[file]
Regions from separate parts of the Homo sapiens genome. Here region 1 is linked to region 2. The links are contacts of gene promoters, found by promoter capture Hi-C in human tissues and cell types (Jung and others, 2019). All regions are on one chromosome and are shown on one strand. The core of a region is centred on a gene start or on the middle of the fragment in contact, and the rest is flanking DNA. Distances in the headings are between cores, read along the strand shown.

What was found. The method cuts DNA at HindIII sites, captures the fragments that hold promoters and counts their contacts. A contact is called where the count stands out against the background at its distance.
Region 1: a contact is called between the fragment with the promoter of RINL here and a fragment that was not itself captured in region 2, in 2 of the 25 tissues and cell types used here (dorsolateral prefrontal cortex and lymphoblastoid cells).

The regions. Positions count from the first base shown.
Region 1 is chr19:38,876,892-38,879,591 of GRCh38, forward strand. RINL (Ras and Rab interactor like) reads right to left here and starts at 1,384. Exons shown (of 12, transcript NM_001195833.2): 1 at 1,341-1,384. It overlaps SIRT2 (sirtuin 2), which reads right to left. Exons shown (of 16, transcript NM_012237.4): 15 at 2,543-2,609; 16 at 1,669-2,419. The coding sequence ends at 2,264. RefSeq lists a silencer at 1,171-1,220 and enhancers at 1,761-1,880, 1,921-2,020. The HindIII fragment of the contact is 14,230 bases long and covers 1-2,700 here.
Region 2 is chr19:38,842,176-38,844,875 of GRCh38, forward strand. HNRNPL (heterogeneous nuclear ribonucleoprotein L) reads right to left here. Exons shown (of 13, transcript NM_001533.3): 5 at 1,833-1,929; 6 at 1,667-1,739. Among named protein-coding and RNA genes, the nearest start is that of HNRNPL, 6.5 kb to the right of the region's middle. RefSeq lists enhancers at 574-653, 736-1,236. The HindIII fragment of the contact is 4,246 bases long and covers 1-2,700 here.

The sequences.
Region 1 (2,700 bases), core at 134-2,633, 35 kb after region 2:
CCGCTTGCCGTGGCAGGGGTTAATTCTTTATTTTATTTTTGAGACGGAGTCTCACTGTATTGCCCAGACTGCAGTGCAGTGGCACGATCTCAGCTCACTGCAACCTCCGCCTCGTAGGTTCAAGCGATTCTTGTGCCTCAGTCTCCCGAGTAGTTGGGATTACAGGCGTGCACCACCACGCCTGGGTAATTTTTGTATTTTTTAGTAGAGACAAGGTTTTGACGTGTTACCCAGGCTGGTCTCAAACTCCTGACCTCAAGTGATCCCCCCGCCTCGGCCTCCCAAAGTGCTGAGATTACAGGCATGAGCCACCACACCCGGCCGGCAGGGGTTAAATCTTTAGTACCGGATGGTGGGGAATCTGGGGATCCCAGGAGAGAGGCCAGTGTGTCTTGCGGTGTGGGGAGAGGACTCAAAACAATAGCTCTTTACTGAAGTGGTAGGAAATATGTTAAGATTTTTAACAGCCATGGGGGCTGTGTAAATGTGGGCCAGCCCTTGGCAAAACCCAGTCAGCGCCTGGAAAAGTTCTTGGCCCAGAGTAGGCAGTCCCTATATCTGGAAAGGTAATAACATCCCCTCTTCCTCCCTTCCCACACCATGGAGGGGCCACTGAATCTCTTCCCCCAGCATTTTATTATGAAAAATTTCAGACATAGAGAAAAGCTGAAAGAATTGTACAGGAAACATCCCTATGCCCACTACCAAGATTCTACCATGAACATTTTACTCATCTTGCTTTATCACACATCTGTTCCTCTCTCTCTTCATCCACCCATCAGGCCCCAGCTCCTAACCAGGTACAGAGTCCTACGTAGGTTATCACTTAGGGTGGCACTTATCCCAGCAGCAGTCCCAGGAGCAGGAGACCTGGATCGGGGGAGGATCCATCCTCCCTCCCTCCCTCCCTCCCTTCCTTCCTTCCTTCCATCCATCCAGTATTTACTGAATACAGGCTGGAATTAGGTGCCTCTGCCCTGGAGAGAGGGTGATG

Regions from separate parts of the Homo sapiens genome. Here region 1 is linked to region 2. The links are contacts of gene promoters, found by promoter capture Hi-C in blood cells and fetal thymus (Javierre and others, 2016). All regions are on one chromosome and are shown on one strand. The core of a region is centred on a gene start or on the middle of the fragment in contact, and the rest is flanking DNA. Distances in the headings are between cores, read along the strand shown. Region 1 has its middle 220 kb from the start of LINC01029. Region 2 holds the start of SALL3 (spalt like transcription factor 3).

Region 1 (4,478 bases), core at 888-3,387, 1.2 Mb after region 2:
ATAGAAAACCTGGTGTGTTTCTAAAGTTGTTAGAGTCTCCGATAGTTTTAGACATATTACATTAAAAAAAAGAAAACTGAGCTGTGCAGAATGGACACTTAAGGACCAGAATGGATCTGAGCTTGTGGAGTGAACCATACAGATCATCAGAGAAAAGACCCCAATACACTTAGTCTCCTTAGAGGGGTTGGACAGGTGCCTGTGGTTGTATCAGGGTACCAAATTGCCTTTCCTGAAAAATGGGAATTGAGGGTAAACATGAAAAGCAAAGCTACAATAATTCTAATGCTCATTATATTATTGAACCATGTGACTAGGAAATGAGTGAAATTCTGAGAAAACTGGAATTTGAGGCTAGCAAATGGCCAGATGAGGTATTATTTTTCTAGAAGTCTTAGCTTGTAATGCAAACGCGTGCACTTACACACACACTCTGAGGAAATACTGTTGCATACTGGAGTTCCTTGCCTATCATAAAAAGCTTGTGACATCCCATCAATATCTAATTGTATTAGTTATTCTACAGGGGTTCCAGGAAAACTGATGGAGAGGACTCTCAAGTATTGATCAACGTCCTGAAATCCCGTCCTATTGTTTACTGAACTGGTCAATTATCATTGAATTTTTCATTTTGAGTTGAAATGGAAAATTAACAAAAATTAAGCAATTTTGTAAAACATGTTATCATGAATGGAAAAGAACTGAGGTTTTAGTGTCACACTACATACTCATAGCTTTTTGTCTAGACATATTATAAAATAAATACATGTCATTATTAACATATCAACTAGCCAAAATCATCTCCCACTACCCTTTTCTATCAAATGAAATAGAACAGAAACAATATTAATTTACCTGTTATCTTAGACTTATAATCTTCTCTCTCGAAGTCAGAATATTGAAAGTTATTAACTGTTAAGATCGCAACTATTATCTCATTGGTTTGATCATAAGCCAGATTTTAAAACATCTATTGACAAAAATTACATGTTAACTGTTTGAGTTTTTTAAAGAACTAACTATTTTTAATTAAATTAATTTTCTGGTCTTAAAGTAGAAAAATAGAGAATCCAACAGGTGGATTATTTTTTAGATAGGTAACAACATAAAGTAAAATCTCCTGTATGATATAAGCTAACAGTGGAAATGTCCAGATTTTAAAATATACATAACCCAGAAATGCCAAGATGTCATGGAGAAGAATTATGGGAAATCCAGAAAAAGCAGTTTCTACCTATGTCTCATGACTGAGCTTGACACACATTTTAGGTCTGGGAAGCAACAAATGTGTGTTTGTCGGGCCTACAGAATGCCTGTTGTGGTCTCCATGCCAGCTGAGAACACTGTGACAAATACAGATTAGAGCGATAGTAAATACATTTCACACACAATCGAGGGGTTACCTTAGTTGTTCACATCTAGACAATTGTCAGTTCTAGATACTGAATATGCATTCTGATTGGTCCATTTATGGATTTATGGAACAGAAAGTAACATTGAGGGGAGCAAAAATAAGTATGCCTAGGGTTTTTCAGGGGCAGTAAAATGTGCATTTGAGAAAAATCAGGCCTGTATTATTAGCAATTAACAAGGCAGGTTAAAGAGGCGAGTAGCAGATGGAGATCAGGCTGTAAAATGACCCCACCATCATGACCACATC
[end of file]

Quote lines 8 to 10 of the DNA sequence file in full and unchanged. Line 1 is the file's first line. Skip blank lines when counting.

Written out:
Region 1 (2,700 bases), core at 134-2,633, 35 kb after region 2:
CCGCTTGCCGTGGCAGGGGTTAATTCTTTATTTTATTTTTGAGACGGAGTCTCACTGTATTGCCCAGACTGCAGTGCAGTGGCACGATCTCAGCTCACTGCAACCTCCGCCTCGTAGGTTCAAGCGATTCTTGTGCCTCAGTCTCCCGAGTAGTTGGGATTACAGGCGTGCACCACCACGCCTGGGTAATTTTTGTATTTTTTAGTAGAGACAAGGTTTTGACGTGTTACCCAGGCTGGTCTCAAACTCCTGACCTCAAGTGATCCCCCCGCCTCGGCCTCCCAAAGTGCTGAGATTACAGGCATGAGCCACCACACCCGGCCGGCAGGGGTTAAATCTTTAGTACCGGATGGTGGGGAATCTGGGGATCCCAGGAGAGAGGCCAGTGTGTCTTGCGGTGTGGGGAGAGGACTCAAAACAATAGCTCTTTACTGAAGTGGTAGGAAATATGTTAAGATTTTTAACAGCCATGGGGGCTGTGTAAATGTGGGCCAGCCCTTGGCAAAACCCAGTCAGCGCCTGGAAAAGTTCTTGGCCCAGAGTAGGCAGTCCCTATATCTGGAAAGGTAATAACATCCCCTCTTCCTCCCTTCCCACACCATGGAGGGGCCACTGAATCTCTTCCCCCAGCATTTTATTATGAAAAATTTCAGACATAGAGAAAAGCTGAAAGAATTGTACAGGAAACATCCCTATGCCCACTACCAAGATTCTACCATGAACATTTTACTCATCTTGCTTTATCACACATCTGTTCCTCTCTCTCTTCATCCACCCATCAGGCCCCAGCTCCTAACCAGGTACAGAGTCCTACGTAGGTTATCACTTAGGGTGGCACTTATCCCAGCAGCAGTCCCAGGAGCAGGAGACCTGGATCGGGGGAGGATCCATCCTCCCTCCCTCCCTCCCTCCCTTCCTTCCTTCCTTCCATCCATCCAGTATTTACTGAATACAGGCTGGAATTAGGTGCCTCTGCCCTGGAGAGAGGGTGATG

Regions from separate parts of the Homo sapiens genome. Here region 1 is linked to region 2. The links are contacts of gene promoters, found by promoter capture Hi-C in blood cells and fetal thymus (Javierre and others, 2016). All regions are on one chromosome and are shown on one strand. The core of a region is centred on a gene start or on the middle of the fragment in contact, and the rest is flanking DNA. Distances in the headings are between cores, read along the strand shown. Region 1 has its middle 220 kb from the start of LINC01029. Region 2 holds the start of SALL3 (spalt like transcription factor 3).